This project aimed to respond to the significant nutrition challenges in two sub-prefectures of the OMBELLA POKO prefecture (Bossembélé, Yaloké). Through the activities of this project, Concern provides support in the management of severe and moderate acute malnutrition (SAM) of children under five years old Concern’s nutritional response focuses on the prevention and treatment of acute malnutrition among the most vulnerable groups: such as children under five and pregnant and lactating mothers through the therapeutic and supplementary feeding program as well as communication for behaviour change through the promotion infant and young child feeding (IYCF). This project aimed to increase access to healthcare services and the use of qualified midwives for pregnant women, i) access to prevention, care and treatment of childhood illnesses in children under five and levels of breastfeeding; ii) reduce the levels of morbidity and mortality of children under five and pregnant women in the target areas. It targets 12,500 direct beneficiaries, including 10,080 children and 2,420 pregnant/breastfeeding women. Several activities have been realised under this project:

  • Health Assistance through the equipment of health facilities. Construction of 2 CMAM rooms in Bouyembe and Gbawi (Yaloke), Construction of 4 incinerators in Bouyembe, Gbawi, Ngaramon and Pama, Light rehabilitation of health facilities in Bouyembe, Ngaramon, including yet-to-be-finalised constructions: Construction of two maternities in Gbawi and Pama, Construction of two maternity yards in Gbawi and Pama.
  • Nutrition through training of health professionals, community-wide sensitisation and the development of referral pathways focusing on Maternal Infant and Young Child Nutrition. Nutrition activities were concentrated on Maternal Infant and Young Child Nutrition through a community-led approach. 50 Community Health Workers (Relais Communautaires, RECOs) and light mothers have been identified and trained to lead mass sensitisation and support groups for pregnant and lactating women (PLW) and their partners and to screen and referral of cases of malnutrition in children aged 6-59 months. Sensitisation will also focus on nutrition through culinary demonstrations and WASH to encourage community members to adopt good hygiene practices to save their lives. Support had been given to 4 FOSAs Bouyembe, Gbawi, Ngaramon, Pama, and the Secondary Hospital of Yaloke in drugs and Plumpy’Nut for the care of beneficiaries, etc.

Evaluation objectives and scope

This evaluation aims to assess all the project components, the level to which the project satisfied its targeted outcomes and establish the key learning points for future interventions. This will be based on DAC criteria and will be pursuing the following specific objectives:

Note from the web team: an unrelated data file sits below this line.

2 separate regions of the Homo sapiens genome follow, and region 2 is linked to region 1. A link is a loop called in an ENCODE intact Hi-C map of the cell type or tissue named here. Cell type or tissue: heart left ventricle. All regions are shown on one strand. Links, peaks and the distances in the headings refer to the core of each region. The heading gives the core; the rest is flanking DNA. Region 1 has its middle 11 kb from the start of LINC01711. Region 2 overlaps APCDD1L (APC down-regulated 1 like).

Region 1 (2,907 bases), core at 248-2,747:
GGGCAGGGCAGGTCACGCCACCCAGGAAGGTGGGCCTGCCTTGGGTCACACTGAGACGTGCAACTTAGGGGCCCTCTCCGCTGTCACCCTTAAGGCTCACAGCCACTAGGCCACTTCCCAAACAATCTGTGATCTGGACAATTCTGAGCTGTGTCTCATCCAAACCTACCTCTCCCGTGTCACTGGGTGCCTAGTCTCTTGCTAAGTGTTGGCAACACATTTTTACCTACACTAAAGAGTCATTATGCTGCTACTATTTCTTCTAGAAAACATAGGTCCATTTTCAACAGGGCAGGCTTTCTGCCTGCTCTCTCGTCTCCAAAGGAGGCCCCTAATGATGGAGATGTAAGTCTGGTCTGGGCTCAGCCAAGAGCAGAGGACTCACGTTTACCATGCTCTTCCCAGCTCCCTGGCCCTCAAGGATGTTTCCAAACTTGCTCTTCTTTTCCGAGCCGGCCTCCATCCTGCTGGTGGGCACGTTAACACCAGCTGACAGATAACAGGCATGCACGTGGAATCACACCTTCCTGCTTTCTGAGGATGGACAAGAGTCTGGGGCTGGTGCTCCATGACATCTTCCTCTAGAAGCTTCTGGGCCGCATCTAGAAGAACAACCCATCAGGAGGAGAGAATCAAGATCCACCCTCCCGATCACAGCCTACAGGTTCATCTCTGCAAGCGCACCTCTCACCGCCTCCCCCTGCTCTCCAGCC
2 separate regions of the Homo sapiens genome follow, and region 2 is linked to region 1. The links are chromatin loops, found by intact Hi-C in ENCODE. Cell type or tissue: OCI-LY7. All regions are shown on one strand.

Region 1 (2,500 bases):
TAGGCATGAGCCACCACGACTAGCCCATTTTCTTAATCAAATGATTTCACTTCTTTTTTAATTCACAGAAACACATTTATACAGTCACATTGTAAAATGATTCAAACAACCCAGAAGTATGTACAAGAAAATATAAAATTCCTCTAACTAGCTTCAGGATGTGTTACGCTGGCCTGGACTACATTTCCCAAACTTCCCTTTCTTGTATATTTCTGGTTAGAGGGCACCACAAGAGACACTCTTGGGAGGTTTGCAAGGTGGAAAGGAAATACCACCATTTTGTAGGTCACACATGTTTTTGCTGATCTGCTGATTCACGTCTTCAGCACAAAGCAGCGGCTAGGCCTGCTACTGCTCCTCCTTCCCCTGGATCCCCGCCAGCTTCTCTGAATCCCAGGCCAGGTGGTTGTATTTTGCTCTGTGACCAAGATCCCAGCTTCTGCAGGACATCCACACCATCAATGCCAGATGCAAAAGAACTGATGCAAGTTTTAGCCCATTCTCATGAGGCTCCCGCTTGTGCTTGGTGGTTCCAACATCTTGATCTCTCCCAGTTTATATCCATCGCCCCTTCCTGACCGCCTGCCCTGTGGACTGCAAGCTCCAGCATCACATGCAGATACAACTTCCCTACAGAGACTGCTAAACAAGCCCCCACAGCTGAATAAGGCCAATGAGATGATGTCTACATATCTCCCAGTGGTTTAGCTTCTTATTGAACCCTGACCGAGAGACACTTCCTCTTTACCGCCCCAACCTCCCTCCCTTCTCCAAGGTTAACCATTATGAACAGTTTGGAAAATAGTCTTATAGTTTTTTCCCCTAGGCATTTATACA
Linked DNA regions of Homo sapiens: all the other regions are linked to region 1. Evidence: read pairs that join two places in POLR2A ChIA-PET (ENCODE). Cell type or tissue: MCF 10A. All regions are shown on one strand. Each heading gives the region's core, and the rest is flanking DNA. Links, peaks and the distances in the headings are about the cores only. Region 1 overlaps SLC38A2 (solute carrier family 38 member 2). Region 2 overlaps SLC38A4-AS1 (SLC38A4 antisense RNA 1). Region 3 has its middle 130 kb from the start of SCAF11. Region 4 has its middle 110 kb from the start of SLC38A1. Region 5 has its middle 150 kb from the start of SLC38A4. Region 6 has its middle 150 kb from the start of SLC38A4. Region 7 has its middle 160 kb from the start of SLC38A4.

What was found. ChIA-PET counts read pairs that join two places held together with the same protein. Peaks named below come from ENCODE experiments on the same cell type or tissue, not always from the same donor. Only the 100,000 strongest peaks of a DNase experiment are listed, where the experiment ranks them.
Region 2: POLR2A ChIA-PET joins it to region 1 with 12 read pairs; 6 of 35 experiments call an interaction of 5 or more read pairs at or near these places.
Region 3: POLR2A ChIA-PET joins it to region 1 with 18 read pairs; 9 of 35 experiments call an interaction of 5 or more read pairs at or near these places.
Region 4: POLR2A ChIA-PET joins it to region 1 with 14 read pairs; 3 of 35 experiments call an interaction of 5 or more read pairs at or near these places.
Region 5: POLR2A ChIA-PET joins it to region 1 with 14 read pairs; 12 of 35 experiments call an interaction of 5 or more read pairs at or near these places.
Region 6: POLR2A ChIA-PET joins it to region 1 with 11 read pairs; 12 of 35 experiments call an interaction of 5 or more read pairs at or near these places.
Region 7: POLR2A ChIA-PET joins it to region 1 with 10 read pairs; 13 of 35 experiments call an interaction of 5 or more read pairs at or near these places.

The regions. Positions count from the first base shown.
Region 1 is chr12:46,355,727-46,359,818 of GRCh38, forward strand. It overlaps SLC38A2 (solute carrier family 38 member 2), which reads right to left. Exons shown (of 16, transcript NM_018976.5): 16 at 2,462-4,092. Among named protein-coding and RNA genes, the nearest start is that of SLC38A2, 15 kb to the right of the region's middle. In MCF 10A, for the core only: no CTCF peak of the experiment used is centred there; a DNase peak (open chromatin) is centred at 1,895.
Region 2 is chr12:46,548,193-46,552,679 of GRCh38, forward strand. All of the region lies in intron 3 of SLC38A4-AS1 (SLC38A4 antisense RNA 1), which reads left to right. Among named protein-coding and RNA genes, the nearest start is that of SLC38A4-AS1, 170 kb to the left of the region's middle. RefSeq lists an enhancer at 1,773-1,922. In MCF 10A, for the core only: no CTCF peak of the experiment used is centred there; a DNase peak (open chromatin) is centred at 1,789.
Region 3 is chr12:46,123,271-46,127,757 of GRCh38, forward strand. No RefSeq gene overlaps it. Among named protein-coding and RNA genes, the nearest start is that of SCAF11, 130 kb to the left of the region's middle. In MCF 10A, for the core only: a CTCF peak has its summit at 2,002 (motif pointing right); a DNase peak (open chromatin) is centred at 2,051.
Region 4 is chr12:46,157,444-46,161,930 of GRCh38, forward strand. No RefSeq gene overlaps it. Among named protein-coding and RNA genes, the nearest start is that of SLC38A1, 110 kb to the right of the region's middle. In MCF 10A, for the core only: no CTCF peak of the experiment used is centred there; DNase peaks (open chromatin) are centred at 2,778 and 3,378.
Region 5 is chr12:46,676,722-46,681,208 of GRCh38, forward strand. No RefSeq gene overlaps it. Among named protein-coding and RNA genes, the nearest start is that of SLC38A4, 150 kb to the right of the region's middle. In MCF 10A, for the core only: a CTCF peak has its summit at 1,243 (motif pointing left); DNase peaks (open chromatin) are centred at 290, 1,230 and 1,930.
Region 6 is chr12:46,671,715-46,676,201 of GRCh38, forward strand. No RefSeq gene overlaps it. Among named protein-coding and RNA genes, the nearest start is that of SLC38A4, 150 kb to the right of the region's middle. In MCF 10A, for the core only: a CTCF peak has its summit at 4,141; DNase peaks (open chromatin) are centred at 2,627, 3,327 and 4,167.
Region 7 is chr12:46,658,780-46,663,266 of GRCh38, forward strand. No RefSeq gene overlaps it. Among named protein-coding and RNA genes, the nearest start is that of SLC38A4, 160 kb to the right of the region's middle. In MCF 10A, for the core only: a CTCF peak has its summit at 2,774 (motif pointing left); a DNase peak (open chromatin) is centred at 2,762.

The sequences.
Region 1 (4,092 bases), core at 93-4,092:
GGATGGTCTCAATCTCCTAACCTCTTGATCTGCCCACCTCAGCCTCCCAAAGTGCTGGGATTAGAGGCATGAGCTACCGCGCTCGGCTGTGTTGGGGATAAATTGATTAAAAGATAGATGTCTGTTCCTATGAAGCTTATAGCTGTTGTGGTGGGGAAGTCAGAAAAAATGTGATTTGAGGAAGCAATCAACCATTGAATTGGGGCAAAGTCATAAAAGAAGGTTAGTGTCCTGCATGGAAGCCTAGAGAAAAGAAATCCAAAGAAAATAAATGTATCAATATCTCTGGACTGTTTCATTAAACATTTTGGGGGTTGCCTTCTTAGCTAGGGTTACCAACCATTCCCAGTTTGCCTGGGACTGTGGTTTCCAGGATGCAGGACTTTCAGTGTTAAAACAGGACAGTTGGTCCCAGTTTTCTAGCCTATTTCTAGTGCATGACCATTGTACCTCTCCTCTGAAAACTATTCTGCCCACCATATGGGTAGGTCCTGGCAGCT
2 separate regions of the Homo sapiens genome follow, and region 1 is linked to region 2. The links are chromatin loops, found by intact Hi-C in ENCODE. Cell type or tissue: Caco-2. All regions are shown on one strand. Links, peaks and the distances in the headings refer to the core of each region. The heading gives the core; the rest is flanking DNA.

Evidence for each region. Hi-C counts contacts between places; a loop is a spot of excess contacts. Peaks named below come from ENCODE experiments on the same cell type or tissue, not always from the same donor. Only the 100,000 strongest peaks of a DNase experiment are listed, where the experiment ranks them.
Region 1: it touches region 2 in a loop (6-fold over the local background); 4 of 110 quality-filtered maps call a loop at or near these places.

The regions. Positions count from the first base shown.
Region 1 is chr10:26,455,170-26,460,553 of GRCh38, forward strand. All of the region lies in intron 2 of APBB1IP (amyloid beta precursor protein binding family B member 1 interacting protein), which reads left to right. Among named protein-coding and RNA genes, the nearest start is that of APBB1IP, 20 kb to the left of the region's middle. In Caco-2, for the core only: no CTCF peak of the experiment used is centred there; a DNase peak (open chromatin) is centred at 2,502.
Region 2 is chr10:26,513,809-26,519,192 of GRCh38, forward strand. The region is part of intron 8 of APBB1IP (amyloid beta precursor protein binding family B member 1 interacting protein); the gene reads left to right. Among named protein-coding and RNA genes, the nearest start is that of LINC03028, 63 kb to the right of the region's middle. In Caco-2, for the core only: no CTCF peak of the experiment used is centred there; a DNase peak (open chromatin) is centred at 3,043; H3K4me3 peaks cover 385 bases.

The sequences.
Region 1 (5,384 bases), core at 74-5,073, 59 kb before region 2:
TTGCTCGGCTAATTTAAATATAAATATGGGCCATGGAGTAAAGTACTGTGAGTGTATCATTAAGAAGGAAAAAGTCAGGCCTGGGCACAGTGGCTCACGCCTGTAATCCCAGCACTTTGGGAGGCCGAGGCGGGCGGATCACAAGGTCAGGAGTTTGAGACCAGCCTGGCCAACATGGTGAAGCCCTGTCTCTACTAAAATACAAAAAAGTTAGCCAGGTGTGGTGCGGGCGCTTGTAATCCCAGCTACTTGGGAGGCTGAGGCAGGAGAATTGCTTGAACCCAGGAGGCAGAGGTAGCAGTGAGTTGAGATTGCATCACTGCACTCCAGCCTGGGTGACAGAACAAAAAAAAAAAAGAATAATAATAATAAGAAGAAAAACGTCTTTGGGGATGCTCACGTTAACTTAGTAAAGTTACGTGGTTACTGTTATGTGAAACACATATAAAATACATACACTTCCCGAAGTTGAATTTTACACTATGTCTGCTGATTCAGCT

• Assess if the project has targeted extreme poor and vulnerable people;
  • Assess progress made towards the achievement of objectives, indicators and targets and the appropriateness of the targeting strategy used in this context;
  • To what extent have the activities interventions adhered to planned implementation and achieved intended goals, purposed and outcomes?
  • Support the organisation’s commitment to accountability to donors, government, public, and beneficiaries through assessing the good practices and gaps and adjusting the learnings in future projects;
  • Assess the progress made by participants regarding self-sustainability and resilience to future crises.
  • To which extent were participants, community members and other stakeholders associated with programme design and implementation
  • Measure the performance of the intervention regarding the seven DAC criteria: the coherence, relevance, efficiency, effectiveness, coverage, connectedness, and impact of the project according to a grading scale.
  • Identify lessons learned and provide practical and innovative project options for sustainably assisting returnees based on integration and/or relocation.
  • Provide recommendations on how the intervention could be improved in future.

The evaluation will focus on all engaged stakeholders (beneficiaries, governmental partners, implementation partners, and local authorities). This will be conducted in all intervention areas. Therefore, based on the security context during the evaluation period, the more accessible areas might be prioritised.

Evaluation Type

The evaluation will be a performance evaluation using a mixed-methods approach. This will be led and facilitated by an external consultant. It will focus on all project components and activities, how they have been implemented, the performance and the level of involvement. Learning and improvement will be the two keys focus of this evaluation.